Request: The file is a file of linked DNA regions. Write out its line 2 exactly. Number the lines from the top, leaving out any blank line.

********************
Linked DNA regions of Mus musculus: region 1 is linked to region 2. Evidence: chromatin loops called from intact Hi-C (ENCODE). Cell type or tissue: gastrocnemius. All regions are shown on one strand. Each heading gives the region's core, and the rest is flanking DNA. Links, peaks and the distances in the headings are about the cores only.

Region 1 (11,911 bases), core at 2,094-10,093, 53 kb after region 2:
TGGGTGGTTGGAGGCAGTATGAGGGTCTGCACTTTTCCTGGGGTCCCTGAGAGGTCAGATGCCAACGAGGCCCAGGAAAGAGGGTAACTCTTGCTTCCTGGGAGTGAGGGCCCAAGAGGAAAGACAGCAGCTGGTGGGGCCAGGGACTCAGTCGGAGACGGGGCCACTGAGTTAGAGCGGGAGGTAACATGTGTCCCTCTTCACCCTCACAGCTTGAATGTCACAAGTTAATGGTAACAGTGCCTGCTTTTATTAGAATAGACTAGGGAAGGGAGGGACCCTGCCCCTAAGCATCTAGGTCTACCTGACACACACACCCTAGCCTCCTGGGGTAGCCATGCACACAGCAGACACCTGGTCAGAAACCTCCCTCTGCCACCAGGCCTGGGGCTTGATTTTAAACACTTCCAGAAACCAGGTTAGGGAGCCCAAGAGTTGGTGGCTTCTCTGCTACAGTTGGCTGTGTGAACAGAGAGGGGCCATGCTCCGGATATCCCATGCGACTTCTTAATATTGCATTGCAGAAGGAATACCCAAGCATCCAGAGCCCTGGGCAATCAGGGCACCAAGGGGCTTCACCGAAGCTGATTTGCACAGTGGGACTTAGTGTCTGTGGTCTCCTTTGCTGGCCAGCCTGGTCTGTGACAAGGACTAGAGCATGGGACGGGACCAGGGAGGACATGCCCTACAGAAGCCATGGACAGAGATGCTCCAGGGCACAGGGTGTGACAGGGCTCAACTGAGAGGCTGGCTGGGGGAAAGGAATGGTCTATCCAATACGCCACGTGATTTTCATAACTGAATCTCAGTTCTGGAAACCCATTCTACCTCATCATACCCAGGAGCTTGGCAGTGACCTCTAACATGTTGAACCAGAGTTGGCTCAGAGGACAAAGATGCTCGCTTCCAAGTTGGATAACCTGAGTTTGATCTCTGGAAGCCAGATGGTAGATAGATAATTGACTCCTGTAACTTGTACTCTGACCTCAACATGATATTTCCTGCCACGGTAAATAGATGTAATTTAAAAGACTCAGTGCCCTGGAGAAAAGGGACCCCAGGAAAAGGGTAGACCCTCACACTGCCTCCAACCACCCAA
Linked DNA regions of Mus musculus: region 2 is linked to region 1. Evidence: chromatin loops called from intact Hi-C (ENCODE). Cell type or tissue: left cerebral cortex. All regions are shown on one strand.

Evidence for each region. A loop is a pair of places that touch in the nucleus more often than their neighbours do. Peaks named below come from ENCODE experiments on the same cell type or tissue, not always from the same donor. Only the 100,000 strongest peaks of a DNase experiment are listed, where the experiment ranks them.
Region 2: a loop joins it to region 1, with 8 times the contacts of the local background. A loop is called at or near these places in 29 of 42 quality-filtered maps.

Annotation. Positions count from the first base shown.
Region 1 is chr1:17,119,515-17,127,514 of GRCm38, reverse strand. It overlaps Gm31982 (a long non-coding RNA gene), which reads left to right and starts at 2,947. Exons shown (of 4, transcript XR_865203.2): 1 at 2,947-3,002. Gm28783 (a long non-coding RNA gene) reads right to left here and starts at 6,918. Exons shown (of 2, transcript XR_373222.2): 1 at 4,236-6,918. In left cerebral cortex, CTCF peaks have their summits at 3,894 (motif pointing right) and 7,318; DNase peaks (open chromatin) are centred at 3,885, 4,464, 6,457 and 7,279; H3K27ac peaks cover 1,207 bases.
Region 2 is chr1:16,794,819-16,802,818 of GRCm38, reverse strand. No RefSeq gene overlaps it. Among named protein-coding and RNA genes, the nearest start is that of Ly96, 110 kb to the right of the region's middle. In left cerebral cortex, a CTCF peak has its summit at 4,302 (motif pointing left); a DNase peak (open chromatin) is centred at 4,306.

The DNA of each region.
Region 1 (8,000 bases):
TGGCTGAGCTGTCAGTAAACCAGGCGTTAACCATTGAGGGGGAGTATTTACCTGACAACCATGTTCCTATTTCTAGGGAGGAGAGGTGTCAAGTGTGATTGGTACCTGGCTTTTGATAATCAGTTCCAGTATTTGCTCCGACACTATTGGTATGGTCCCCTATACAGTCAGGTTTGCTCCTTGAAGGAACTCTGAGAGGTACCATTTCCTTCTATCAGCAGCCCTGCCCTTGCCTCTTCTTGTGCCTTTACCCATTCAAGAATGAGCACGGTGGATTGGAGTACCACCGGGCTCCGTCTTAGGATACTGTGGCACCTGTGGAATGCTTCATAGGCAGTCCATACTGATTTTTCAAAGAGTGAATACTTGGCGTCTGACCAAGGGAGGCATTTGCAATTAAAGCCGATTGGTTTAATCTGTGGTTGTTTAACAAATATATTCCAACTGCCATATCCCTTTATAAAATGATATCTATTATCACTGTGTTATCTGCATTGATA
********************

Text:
Region 1 (11,911 bases), core at 2,094-10,093, 53 kb after region 2: